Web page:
Besides optimization, there are also paid search strategies every brand manager can implement to help in the process of reputation
management online. These include:
- Continually monitoring and notify-ing the search engines of brand trademark misuse
- Purchasing the top spot for the brand name
- Monitoring for domain misspellings and brand jacking: Managers of popular brands should type in their brand names and look
closely at the results to ensure that no URL jacking has occurred. Unethical marketers will buy a URL similar to another brand's
(for example, "
http://allavert.com/," which is a common misspelling for the allergy drug Alavert). But consumers will be unaware that they've clicked on an incorrect
BABY STEP NUMBER 3:
At this point, a brand manager can begin to fully manage the brand's reputation. An industry as carefully scrutinized as pharma
certainly does not need yet another black eye. And it is true; digging into negative search results to determine what content
lies within them can open up a Pandora's box of adverse effects. However, pretending the content does not exist can leave
false and misleading information sitting in cyberspace, waiting to be read by a consumer seeking reliable health information.
And what if a consumer reads erroneous or out-of-date information about a drug and then gets sick or, worse, dies?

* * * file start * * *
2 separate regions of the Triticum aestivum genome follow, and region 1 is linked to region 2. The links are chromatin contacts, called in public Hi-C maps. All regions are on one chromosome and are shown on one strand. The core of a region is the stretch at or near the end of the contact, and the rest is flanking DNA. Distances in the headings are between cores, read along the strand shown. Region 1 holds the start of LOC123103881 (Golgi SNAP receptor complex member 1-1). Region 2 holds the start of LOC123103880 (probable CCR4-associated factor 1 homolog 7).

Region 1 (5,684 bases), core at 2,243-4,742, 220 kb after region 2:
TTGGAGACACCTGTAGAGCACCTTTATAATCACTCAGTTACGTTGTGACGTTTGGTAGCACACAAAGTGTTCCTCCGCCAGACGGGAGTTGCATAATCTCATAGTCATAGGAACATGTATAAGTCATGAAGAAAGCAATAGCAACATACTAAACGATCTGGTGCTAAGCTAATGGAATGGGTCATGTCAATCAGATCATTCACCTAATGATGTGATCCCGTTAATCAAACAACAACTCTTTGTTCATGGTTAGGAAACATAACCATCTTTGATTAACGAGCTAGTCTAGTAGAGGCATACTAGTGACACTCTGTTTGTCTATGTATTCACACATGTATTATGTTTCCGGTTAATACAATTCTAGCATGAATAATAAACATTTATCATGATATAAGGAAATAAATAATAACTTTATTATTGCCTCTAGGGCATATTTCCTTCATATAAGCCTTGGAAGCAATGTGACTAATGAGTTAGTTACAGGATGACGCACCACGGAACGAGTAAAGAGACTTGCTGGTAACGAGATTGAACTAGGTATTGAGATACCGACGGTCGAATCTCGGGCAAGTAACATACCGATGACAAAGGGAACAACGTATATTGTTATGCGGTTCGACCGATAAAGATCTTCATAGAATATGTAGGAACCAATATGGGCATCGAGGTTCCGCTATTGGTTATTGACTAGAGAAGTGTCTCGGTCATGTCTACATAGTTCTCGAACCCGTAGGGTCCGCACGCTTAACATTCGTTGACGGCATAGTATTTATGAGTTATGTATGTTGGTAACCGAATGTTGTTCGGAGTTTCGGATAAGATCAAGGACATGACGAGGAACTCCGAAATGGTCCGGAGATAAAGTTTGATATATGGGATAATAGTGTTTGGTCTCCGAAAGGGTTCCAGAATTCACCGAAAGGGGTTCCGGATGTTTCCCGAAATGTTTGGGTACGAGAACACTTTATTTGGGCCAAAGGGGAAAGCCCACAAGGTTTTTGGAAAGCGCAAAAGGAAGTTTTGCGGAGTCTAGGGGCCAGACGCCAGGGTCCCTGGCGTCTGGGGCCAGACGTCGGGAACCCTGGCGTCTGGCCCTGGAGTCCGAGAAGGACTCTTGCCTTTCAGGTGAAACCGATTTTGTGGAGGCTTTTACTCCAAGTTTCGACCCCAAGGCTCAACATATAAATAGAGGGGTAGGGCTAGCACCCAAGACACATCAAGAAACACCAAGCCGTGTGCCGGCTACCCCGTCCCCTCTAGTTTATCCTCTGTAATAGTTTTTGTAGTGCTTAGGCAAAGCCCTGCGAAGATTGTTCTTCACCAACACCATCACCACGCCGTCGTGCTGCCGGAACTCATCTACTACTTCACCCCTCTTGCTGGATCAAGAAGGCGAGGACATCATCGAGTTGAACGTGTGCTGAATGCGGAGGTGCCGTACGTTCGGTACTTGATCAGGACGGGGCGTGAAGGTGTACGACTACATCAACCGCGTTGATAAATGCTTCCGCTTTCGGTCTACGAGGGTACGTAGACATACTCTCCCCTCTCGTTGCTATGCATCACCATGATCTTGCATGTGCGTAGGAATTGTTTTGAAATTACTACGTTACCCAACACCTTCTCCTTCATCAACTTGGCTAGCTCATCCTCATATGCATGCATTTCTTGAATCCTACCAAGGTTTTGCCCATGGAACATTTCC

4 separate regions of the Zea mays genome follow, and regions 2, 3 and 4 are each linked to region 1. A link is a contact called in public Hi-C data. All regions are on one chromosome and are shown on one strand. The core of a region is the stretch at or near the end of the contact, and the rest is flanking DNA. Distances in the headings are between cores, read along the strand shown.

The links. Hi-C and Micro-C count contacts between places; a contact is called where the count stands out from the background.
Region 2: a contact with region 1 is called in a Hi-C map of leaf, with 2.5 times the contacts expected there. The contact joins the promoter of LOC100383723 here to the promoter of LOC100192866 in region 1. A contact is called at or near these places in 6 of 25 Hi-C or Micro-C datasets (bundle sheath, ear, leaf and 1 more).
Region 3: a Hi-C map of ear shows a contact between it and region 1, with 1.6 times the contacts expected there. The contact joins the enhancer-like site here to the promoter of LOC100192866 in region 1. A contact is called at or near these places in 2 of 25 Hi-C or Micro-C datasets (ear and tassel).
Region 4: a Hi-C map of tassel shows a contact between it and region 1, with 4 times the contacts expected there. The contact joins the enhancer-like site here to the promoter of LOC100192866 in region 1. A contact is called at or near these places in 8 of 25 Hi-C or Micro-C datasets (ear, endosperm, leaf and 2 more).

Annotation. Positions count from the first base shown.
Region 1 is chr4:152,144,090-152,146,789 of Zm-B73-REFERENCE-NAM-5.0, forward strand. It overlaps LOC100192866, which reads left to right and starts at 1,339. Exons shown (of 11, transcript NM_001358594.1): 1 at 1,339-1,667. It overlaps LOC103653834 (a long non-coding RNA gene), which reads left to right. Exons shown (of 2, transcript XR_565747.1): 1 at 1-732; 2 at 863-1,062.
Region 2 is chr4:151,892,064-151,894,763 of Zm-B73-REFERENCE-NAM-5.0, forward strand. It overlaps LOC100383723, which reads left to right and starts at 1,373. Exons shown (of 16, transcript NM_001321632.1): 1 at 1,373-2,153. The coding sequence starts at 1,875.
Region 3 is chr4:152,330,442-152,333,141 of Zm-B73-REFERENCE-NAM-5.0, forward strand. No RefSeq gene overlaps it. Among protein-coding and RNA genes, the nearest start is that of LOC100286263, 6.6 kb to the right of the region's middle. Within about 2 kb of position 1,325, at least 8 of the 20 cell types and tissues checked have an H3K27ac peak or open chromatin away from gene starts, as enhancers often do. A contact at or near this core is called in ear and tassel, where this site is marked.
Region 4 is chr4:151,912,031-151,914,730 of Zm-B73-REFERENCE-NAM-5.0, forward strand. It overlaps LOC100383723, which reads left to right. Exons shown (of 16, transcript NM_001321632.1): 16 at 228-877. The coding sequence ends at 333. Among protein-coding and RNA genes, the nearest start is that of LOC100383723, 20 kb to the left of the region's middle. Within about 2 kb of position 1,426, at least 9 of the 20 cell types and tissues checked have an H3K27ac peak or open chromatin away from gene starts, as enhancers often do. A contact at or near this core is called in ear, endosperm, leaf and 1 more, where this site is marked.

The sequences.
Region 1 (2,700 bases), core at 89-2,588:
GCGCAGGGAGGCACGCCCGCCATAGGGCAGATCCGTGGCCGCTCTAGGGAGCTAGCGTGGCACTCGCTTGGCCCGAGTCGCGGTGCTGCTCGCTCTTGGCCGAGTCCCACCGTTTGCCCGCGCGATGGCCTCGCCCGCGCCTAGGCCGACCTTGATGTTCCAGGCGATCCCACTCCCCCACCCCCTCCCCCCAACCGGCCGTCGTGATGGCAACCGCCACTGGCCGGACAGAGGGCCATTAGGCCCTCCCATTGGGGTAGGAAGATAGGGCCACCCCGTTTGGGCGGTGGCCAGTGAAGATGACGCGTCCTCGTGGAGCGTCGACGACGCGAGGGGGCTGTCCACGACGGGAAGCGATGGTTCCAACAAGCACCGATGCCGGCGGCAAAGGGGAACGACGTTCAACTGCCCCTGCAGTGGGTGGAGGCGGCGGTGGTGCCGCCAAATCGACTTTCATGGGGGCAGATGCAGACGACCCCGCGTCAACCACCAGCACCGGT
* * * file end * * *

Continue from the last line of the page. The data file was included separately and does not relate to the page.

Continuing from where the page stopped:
Instead of worrying about the potential headaches of committing to this step in a reputation-management program, companies
should be concerned about the infinitely worse headaches that can come from avoiding it.
Negative and incorrect information is not the only content pharmaceutical companies are missing if they refuse to venture
into the blogosphere. Customer advocates and potential brand evangelists are everywhere, and third-party endorsements of a
brand can be priceless in this industry where so many are doubtful of trustworthiness. What then should a brand manager do
to get started? This type of program is most effective with executive buy-in. Therefore, getting the corporation on board
with the policy is an ambitious yet important goal to have. Regulatory teams need to be involved, too, and they can help with
eventual presentations of the policy to FDA.
STEPS LEAD TO TRUST
These steps might seem like a long shot and overly aggressive in an industry that has long shied away from participating in
new media because of strict government regulations, but they are still worth striving for over time.
To influence consumers and demonstrate that a brand is trustworthy, the industry must show that it is not afraid of getting
to a point where it will participate in an open dialogue with both its critics and its supporters.
Heather Frahm is president of Catalyst Online, a search engine marketing firm. She can be reached at